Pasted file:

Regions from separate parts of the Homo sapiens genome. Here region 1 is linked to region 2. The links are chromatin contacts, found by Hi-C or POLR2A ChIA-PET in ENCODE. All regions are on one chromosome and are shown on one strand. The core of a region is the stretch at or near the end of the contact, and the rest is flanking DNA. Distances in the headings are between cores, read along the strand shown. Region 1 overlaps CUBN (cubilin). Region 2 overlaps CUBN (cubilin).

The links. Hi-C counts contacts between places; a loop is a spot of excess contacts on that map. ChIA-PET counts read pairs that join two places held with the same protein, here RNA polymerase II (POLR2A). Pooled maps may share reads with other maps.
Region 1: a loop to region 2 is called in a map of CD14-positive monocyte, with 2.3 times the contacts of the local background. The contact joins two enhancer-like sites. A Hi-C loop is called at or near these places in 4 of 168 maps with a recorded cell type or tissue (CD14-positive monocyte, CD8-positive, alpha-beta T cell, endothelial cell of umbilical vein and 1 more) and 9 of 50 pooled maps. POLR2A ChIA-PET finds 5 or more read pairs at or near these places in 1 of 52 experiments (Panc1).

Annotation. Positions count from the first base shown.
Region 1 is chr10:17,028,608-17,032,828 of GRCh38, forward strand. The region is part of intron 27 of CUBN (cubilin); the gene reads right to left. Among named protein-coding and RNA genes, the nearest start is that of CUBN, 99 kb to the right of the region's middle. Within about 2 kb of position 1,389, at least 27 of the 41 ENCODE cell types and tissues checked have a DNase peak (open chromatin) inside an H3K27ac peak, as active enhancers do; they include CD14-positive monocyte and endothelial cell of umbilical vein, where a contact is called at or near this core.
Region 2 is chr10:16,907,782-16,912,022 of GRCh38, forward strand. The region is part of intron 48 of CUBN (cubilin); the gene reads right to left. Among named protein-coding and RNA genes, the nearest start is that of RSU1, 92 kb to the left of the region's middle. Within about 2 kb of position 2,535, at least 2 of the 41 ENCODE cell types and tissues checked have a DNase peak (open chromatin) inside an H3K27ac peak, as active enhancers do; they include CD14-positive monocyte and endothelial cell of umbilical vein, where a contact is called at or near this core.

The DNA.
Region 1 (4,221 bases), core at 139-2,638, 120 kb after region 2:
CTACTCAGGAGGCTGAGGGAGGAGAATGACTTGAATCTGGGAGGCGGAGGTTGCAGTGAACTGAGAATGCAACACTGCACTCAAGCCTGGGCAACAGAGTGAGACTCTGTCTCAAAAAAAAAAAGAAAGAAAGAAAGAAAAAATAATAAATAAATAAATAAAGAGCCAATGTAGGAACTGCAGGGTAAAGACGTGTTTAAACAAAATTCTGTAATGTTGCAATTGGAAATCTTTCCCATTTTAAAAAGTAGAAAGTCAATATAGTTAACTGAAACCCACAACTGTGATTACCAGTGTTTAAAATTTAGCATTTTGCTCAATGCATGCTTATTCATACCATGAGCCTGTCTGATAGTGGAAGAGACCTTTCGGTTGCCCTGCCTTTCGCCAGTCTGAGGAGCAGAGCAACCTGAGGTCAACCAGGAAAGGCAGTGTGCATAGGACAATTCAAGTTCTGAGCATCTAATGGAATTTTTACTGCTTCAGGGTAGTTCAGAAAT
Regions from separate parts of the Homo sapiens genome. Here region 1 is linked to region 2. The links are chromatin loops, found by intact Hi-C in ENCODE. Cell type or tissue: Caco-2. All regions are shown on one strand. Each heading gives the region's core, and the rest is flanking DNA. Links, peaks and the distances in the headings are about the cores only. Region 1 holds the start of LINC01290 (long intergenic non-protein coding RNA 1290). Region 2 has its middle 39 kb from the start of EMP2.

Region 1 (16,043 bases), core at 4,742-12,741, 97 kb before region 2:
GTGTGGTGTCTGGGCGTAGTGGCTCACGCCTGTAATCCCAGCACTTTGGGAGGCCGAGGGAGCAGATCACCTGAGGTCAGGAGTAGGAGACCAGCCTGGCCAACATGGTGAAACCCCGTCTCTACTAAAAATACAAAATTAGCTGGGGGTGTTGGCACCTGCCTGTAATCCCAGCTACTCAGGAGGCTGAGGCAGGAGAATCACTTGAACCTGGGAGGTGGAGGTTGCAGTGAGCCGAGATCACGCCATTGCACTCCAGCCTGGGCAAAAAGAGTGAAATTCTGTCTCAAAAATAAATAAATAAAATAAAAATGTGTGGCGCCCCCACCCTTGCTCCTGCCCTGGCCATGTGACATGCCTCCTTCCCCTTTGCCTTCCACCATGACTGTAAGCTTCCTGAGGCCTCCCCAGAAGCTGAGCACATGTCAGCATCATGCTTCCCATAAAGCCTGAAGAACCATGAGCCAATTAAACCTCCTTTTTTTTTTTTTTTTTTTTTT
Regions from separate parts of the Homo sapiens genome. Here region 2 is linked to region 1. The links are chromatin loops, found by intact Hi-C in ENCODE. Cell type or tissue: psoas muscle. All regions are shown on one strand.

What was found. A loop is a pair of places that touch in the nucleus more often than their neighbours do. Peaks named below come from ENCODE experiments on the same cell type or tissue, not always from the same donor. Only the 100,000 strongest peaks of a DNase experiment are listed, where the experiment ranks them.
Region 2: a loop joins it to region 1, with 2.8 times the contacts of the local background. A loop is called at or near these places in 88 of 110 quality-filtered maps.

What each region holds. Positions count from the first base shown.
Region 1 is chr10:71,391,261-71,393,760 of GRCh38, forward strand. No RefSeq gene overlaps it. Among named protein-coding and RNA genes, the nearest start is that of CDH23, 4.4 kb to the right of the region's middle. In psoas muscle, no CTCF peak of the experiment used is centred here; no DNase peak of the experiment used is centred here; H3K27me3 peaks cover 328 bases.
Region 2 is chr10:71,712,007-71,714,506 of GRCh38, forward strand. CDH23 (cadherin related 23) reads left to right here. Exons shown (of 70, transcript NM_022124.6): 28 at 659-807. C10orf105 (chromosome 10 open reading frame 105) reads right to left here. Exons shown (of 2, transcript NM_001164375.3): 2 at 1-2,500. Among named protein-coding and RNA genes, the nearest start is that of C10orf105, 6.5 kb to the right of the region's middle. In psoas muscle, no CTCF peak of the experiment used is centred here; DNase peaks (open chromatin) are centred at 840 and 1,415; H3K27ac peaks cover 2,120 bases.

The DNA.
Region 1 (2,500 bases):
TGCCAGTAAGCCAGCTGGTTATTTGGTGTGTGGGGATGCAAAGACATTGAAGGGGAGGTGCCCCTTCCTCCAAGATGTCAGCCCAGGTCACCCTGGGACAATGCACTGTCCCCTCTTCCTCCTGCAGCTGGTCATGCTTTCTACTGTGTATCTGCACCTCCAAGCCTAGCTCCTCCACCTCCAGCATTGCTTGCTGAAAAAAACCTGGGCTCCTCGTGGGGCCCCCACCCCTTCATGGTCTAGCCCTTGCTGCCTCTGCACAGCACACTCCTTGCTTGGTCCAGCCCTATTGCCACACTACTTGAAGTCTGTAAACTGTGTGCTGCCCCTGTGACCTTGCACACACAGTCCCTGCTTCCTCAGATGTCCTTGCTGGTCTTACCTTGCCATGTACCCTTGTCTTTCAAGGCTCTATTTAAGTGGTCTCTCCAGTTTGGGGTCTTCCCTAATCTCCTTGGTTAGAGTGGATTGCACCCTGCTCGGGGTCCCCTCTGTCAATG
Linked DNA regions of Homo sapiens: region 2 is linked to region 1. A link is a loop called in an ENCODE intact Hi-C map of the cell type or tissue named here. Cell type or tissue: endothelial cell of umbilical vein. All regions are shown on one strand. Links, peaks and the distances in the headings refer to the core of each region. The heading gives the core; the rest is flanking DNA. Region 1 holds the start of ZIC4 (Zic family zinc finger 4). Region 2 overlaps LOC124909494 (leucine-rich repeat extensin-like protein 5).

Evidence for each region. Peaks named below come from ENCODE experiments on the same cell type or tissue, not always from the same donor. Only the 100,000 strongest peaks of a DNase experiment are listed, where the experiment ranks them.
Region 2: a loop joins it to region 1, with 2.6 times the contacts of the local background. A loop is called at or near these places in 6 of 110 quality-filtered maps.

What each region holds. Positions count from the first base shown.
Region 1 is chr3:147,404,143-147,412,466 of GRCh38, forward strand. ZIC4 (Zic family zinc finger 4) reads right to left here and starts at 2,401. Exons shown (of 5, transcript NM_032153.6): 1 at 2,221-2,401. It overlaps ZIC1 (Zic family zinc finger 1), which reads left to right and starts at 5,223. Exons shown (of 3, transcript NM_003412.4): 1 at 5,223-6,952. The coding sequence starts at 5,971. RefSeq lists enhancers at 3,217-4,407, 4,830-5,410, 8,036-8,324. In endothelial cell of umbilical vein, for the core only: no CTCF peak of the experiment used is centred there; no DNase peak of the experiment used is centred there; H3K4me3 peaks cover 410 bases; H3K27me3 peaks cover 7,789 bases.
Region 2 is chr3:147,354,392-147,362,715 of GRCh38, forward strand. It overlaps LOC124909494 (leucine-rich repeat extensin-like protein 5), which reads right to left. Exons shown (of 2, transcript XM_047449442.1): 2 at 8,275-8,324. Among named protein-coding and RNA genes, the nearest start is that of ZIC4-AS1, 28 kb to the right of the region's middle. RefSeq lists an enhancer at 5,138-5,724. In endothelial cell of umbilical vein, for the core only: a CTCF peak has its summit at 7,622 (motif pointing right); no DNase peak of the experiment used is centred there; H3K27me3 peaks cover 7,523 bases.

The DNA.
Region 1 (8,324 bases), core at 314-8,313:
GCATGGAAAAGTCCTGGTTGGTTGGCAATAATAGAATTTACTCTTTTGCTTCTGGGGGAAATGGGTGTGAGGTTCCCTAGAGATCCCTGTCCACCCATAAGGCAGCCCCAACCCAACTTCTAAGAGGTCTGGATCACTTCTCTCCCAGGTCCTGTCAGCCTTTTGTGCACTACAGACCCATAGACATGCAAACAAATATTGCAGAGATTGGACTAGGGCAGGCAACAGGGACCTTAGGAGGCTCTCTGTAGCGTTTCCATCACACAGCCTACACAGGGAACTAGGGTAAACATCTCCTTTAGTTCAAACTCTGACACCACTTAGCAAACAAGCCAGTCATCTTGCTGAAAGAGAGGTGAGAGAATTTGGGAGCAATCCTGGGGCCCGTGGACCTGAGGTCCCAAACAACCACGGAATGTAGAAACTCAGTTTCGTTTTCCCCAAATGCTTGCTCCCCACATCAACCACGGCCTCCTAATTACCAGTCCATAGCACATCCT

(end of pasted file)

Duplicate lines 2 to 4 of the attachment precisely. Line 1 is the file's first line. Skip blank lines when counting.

The links. Hi-C counts contacts between places; a loop is a spot of excess contacts on that map. ChIA-PET counts read pairs that join two places held with the same protein, here RNA polymerase II (POLR2A). Pooled maps may share reads with other maps.
Region 1: a loop to region 2 is called in a map of CD14-positive monocyte, with 2.3 times the contacts of the local background. The contact joins two enhancer-like sites. A Hi-C loop is called at or near these places in 4 of 168 maps with a recorded cell type or tissue (CD14-positive monocyte, CD8-positive, alpha-beta T cell, endothelial cell of umbilical vein and 1 more) and 9 of 50 pooled maps. POLR2A ChIA-PET finds 5 or more read pairs at or near these places in 1 of 52 experiments (Panc1).

Annotation. Positions count from the first base shown.